Posts: 20672
Joined: 01 Jul 1999 11:31
Location: Weighing and Waiting 8T Yconomy

Re: Indus Water Treaty

Postby Prem » 23 Mar 2018 23:40


Prem
BRF Oldie
Posts: 20672
Joined: 01 Jul 1999 11:31
Location: Weighing and Waiting 8T Yconomy

Re: Indus Water Treaty

Postby Prem » 23 Mar 2018 23:42

Paki need and want Siachen water

Last edited by Prem on 23 Mar 2018 23:53, edited 1 time in total.

pankajs
BRF Oldie
Posts: 9945
Joined: 13 Aug 2009 20:56

Re: Indus Water Treaty

Postby pankajs » 23 Mar 2018 23:45

Saw this earlier but forgot to post ...

https://economictimes.indiatimes.com/in ... 365344.cms
Bhel commissions 1st unit of Kishanganga hydro project in J&K
State-run power equipment maker Bhel today said it has commissioned first unit of 110 MW of the Kishanganga hydro-electric project (HEP) of NHPC in Jammu and Kashmir.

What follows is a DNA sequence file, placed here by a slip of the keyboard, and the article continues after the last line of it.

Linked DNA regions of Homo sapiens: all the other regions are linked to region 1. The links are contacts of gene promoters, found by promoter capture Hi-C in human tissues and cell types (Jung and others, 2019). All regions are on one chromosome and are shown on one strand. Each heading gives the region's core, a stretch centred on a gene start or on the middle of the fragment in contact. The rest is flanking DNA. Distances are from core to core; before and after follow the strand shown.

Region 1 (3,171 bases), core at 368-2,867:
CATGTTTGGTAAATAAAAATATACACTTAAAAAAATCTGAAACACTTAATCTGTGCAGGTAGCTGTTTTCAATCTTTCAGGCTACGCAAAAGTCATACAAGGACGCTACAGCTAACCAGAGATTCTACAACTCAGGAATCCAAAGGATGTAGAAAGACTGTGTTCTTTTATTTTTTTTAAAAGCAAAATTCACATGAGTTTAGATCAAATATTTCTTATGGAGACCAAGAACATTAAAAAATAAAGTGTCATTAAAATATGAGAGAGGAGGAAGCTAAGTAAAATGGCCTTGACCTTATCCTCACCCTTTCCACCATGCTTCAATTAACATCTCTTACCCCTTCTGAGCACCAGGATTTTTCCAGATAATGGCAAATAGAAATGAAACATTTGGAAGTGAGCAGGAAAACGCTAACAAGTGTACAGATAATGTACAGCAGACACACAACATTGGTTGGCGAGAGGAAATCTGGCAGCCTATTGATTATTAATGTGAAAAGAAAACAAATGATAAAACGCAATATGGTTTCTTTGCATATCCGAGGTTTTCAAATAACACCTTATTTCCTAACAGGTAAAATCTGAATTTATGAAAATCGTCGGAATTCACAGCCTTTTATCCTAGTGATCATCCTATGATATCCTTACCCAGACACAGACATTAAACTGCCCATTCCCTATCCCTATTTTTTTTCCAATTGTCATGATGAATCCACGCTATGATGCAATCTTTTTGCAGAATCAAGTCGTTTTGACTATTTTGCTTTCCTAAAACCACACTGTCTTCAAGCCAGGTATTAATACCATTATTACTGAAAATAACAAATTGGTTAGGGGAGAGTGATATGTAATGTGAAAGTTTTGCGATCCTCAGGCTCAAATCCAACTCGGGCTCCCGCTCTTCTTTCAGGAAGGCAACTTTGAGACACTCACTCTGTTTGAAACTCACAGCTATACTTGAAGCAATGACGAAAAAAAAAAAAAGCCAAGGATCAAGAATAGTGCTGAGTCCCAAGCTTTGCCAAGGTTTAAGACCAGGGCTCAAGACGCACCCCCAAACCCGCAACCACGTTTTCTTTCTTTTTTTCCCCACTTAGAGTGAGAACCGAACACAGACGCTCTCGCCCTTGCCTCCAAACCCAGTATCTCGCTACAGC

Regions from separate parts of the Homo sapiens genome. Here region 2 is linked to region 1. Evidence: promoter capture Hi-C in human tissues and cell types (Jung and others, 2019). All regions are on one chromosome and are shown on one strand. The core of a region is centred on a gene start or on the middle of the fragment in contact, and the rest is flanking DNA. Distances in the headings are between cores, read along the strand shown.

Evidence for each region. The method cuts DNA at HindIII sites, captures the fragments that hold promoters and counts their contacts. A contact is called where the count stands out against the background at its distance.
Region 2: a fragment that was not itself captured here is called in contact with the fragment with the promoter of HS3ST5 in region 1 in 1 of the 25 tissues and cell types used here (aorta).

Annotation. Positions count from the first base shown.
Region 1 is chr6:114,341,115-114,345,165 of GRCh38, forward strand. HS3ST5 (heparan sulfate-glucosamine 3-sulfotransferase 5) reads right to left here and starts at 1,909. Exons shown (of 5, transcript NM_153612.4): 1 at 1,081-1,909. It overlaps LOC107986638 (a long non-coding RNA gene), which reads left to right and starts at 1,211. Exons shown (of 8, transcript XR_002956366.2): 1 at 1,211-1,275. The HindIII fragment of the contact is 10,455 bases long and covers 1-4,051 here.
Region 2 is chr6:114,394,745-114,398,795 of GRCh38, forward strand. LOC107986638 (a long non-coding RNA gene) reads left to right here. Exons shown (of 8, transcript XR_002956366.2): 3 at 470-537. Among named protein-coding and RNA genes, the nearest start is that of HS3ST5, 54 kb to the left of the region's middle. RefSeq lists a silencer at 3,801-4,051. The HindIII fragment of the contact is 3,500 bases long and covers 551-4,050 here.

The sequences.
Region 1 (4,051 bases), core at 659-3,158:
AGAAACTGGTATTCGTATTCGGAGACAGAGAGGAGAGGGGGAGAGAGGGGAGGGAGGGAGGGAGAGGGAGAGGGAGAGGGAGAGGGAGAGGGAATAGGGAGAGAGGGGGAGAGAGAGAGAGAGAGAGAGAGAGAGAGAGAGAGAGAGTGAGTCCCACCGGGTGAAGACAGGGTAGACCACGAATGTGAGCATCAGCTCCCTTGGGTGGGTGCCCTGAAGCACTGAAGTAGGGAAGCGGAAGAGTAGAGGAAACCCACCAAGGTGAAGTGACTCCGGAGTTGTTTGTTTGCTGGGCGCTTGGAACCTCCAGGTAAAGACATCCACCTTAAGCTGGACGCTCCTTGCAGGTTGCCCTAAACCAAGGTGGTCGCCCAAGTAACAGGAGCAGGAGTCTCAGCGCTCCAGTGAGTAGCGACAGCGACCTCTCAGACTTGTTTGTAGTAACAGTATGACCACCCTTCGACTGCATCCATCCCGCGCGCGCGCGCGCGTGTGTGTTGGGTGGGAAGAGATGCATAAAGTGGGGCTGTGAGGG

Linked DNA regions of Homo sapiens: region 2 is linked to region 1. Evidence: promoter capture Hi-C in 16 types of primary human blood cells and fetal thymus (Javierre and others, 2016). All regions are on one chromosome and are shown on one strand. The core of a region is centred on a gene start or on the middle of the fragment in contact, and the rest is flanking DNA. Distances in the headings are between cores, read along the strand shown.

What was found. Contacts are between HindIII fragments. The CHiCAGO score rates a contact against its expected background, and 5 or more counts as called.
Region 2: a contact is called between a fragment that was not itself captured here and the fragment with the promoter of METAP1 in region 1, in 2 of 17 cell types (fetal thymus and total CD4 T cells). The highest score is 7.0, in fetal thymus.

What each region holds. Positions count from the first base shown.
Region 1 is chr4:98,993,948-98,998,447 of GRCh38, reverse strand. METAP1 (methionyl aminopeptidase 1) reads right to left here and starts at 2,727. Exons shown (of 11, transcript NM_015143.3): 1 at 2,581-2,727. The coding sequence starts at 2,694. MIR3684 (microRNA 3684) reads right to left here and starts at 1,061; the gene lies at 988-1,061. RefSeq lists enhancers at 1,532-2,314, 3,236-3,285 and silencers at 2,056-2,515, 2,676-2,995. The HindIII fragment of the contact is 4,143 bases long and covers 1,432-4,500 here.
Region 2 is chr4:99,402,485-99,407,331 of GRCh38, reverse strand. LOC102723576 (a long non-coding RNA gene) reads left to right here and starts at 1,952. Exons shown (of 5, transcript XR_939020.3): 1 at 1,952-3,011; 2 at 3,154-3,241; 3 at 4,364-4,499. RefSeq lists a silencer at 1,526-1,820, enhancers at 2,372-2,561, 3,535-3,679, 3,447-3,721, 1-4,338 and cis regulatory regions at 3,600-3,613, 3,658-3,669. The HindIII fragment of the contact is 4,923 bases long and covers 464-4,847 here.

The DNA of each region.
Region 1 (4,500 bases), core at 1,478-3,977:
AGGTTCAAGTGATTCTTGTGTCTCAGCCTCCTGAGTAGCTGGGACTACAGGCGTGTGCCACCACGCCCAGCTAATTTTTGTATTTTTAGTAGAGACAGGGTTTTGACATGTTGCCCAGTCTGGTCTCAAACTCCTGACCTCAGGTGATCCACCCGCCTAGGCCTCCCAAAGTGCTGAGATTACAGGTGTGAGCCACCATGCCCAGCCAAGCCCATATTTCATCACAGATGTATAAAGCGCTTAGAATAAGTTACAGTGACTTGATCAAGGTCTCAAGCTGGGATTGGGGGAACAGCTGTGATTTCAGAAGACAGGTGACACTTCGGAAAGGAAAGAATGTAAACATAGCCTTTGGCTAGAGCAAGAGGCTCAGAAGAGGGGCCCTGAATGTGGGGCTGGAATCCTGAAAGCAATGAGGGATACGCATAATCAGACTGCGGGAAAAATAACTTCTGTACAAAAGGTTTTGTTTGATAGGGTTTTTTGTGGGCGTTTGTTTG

Peregrine
BRF Oldie
Posts: 4815
Joined: 11 Aug 2016 06:14

Indus Water Treaty

Postby Peregrine » 24 Mar 2018 03:11

X Posted on Terroristan Thread

Mangla, Tarbela dams hit dead level after 15 years

ISLAMABAD: Pakistan’s major water reservoirs are at a dead level after 15 years, according to the Indus River System Authority (IRSA). The experts claim that availability of water in the country is decreasing at an alarming rate with its demand increasing at the same pace.

Meanwhile, Pakistan Meteorological Department (PMD) has predicted that chances are high that rainfall will remain below than normal in April and May and temperatures are likely to increase one to two degree than usual.

According to the PMD website, the current level of water at Mangala Dam is 1,050 feet and its dead level is the same. The inflow of water from the dam, was recorded 12,225 cusecs and outflow at 13,401 cusecs, which has been the lowest ever recorded since 2009. Similarly, Tarbela dam current water level and dead level is 1,386 feet, which is lowest since 2009. The inflow and outflow of water is 16,500 cusecs, which is also lowest since 2009.